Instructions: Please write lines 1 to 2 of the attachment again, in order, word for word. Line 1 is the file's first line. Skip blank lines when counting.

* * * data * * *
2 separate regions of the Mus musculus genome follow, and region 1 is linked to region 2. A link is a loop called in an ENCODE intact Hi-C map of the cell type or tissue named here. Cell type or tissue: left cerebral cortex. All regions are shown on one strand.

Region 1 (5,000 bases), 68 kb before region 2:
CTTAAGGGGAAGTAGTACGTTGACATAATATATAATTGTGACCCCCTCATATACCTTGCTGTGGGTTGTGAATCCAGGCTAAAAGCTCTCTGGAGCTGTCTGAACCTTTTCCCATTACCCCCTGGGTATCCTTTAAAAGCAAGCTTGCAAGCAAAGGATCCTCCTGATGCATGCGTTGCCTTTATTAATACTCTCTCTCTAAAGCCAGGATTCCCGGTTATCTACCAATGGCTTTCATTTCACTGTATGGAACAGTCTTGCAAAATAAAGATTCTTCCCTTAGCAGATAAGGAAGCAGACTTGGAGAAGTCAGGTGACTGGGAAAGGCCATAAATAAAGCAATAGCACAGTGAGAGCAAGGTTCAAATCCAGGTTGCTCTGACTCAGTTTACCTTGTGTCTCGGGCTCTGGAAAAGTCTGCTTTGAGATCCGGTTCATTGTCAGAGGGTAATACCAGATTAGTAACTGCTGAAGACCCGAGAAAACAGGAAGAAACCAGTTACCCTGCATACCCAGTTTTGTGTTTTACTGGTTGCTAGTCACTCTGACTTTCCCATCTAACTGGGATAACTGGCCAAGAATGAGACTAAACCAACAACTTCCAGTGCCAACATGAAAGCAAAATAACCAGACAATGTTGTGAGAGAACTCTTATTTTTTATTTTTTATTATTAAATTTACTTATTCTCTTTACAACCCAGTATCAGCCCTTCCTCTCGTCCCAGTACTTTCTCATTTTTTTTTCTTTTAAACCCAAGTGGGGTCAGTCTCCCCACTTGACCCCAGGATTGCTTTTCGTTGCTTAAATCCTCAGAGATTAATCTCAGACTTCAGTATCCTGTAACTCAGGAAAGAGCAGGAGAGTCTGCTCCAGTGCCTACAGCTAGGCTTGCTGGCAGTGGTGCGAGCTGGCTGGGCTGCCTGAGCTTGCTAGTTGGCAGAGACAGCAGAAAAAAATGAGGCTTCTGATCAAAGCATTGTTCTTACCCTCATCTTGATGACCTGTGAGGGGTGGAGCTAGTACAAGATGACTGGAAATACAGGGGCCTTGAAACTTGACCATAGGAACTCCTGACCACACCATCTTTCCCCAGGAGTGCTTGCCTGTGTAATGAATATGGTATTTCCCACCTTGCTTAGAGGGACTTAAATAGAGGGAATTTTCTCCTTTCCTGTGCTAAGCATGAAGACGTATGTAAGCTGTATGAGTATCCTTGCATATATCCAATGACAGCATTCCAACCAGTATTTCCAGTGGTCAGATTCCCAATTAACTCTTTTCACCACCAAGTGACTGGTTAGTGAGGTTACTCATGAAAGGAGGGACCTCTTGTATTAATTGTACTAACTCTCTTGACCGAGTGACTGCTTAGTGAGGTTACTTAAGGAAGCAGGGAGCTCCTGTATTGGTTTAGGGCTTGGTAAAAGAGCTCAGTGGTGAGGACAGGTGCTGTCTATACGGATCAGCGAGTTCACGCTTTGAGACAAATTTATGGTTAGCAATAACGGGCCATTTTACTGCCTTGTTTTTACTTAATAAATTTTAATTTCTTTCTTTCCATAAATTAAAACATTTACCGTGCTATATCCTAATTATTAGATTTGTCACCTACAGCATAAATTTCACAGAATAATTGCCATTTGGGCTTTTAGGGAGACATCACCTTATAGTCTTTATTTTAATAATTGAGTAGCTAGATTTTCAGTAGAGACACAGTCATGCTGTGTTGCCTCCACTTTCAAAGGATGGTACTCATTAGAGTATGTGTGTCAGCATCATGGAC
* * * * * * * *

2 separate regions of the Mus musculus genome follow, and region 1 is linked to region 2. A link is a loop called in an ENCODE intact Hi-C map of the cell type or tissue named here. Cell type or tissue: left cerebral cortex. All regions are shown on one strand.

Region 1 (5,000 bases), 68 kb before region 2: